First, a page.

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Exceptions: Catching and Deleting Exceptions

The following instructions and examples show you how to catch and delete exceptions. For more information on the try, catch, and throw keywords, see C++ Exception Handling.

Your exception handlers must delete exception objects they handle, because failure to delete the exception causes a memory leak whenever that code catches an exception.

Your catch block must delete an exception when:

  • The catch block throws a new exception.

    Of course, you must not delete the exception if you throw the same exception again:

    catch(CException* e)
    {
       if (m_bThrowExceptionAgain)
          throw; // Do not delete e 
       else 
          e->Delete();
    }
    
  • Execution returns from within the catch block.

NoteNote:

When deleting a CException, use the Delete member function to delete the exception. Do not use the delete keyword, because it can fail if the exception is not on the heap.

To catch and delete exceptions

  • Use the try keyword to set up a try block. Execute any program statements that might throw an exception within a try block.

    Use the catch keyword to set up a catch block. Place exception-handling code in a catch block. The code in the catch block is executed only if the code within the try block throws an exception of the type specified in the catch statement.

    The following skeleton shows how try and catch blocks are normally arranged:

    try
    {
       // Execute some code that might throw an exception.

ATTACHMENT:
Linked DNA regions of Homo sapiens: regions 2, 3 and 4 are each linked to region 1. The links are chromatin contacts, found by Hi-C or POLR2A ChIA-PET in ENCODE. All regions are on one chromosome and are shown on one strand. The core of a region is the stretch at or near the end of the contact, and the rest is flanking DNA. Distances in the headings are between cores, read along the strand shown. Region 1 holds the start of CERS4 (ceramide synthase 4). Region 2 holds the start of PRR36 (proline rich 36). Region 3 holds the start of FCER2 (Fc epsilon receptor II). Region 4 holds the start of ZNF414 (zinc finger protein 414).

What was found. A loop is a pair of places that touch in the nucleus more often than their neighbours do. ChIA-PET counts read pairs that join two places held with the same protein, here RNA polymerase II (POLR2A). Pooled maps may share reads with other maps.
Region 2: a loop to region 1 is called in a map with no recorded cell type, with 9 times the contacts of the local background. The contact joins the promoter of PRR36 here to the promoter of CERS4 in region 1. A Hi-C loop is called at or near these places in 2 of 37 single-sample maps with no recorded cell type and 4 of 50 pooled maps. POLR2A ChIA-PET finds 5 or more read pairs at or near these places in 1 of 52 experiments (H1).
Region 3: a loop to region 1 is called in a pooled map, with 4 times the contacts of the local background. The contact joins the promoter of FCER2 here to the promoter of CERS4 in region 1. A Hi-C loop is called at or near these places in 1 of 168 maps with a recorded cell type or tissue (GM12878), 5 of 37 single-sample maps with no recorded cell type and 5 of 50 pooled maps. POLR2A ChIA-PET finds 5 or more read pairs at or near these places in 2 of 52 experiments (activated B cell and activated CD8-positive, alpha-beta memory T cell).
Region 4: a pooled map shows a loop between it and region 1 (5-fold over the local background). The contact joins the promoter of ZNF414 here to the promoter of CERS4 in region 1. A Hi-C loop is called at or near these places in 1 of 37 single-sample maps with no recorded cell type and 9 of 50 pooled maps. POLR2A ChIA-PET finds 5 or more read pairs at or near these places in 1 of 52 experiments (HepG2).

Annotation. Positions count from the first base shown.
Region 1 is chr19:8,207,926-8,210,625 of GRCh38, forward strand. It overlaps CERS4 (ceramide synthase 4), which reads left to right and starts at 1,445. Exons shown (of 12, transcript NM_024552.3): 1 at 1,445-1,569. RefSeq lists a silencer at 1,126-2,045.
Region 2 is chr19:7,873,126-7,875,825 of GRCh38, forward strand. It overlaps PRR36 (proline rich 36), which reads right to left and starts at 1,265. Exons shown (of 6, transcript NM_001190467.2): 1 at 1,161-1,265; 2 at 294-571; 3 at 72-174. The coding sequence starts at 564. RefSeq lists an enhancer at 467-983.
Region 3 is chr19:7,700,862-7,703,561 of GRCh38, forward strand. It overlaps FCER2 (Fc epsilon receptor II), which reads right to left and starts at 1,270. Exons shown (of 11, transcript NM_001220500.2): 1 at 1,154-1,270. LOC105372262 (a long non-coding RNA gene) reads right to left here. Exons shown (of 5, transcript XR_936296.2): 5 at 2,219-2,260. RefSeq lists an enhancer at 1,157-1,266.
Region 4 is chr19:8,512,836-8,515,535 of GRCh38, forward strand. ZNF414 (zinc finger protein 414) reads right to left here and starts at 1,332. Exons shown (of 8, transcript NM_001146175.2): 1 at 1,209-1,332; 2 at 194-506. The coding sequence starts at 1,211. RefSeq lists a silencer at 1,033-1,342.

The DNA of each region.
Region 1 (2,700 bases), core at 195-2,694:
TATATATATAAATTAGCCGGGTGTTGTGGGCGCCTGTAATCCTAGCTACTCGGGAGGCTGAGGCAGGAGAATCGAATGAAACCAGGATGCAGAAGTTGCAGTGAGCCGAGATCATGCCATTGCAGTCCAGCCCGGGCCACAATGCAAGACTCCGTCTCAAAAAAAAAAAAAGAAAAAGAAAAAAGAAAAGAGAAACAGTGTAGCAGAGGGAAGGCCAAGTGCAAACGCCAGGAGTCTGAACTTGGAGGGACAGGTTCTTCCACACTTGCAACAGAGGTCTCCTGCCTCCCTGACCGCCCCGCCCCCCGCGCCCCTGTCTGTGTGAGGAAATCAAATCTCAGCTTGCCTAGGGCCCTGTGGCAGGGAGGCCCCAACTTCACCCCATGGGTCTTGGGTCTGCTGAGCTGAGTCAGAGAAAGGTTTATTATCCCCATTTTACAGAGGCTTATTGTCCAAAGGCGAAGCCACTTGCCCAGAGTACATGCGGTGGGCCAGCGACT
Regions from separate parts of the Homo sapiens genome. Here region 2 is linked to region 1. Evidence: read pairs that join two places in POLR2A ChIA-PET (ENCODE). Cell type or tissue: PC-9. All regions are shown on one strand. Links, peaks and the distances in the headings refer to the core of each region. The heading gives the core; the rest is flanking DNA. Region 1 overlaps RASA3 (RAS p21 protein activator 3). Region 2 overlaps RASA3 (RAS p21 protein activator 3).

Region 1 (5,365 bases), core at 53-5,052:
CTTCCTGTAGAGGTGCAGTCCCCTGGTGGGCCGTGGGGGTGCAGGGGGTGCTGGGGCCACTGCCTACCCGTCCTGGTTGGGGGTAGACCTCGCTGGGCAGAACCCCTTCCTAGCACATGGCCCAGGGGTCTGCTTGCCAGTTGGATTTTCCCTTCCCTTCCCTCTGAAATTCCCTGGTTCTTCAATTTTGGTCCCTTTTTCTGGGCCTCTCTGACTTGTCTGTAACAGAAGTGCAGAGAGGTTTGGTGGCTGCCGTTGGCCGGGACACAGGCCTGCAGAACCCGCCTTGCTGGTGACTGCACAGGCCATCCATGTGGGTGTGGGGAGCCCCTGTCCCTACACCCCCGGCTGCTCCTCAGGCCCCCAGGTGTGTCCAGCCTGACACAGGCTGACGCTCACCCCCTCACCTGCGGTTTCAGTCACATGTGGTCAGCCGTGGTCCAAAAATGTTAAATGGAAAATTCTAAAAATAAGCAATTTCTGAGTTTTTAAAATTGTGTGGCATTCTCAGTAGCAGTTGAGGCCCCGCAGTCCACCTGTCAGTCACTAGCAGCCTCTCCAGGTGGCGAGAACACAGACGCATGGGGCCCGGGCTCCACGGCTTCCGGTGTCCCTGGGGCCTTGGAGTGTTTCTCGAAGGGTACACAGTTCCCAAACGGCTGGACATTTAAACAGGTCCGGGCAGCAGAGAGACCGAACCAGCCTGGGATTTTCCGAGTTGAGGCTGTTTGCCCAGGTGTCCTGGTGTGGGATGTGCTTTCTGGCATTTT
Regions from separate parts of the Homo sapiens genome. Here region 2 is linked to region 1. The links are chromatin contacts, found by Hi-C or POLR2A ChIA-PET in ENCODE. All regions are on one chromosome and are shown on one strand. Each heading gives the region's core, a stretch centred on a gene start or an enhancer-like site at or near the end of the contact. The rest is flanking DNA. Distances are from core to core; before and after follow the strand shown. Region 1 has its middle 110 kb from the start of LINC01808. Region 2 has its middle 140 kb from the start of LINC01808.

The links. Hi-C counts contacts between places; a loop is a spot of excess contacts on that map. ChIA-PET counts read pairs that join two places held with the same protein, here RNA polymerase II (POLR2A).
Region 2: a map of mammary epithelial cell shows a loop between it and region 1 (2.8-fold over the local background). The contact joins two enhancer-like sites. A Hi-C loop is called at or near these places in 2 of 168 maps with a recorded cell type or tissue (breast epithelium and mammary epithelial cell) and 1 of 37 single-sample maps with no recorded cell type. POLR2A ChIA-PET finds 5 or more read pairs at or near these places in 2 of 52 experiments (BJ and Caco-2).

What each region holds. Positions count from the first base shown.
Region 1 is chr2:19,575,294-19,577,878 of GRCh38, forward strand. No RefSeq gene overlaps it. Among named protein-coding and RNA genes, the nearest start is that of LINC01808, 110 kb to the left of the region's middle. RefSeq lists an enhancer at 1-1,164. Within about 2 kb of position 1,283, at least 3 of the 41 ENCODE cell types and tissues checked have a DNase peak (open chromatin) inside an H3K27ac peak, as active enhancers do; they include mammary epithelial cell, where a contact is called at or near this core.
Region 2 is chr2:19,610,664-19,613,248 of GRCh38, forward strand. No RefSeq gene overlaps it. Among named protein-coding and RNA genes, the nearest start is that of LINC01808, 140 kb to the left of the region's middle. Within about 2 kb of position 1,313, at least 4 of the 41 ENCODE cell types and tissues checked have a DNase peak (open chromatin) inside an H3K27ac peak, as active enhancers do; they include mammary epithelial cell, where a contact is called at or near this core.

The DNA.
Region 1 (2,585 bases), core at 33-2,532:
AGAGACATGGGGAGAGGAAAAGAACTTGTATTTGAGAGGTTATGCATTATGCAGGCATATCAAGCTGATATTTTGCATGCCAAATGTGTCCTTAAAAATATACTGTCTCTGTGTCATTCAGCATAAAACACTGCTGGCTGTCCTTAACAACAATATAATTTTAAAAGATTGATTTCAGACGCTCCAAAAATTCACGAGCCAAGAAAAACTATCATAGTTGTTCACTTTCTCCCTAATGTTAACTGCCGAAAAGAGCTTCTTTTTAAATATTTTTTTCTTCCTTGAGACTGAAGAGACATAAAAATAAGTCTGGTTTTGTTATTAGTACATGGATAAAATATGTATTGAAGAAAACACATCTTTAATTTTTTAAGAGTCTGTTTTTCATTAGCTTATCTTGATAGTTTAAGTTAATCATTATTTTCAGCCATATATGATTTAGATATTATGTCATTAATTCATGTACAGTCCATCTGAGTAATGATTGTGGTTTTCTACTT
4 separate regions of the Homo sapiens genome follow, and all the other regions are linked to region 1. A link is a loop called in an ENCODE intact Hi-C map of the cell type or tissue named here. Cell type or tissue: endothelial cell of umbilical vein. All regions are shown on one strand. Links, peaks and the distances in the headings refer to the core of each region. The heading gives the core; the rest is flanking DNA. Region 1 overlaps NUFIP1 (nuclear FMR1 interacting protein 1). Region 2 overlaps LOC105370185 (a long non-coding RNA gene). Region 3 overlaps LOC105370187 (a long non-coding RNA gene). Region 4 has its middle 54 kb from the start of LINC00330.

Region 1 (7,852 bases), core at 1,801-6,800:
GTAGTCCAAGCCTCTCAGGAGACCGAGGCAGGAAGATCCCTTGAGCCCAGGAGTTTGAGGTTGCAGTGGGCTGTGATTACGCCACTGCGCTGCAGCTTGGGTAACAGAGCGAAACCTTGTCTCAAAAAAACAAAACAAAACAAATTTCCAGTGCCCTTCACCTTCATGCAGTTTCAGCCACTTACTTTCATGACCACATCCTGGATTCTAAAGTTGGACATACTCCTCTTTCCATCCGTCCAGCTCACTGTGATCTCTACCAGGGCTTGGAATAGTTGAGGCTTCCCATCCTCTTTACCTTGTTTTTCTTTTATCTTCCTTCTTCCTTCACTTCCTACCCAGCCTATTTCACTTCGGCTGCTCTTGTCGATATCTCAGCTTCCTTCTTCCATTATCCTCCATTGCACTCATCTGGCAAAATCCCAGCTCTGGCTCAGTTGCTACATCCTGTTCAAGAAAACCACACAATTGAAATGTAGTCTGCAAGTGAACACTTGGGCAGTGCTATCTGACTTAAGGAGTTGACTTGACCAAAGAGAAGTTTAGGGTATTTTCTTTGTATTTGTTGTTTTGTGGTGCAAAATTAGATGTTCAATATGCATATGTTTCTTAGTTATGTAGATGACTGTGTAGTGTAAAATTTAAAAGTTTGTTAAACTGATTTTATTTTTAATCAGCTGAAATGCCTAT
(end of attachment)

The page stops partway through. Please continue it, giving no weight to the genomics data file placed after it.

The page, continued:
AfxThrowUserException();
    }
    catch( CException* e )
    {
       // Handle the exception here. 
       // "e" contains information about the exception.
       e->Delete();
    }
    

    When an exception is thrown, control passes to the first catch block whose exception-declaration matches the type of the exception. You can selectively handle different types of exceptions with sequential catch blocks as listed below:

    try
    {
       // Execute some code that might throw an exception.
       AfxThrowUserException();
    }
    catch( CMemoryException* e )
    {
       // Handle the out-of-memory exception here.
       e->Delete();
    }
    catch( CFileException* e )
    {
       // Handle the file exceptions here.
       e->Delete();
    }
    catch( CException* e )
    {
       // Handle all other types of exceptions here.
       e->Delete();
    }
    

For more information, see Exceptions: Converting from MFC Exception Macros.

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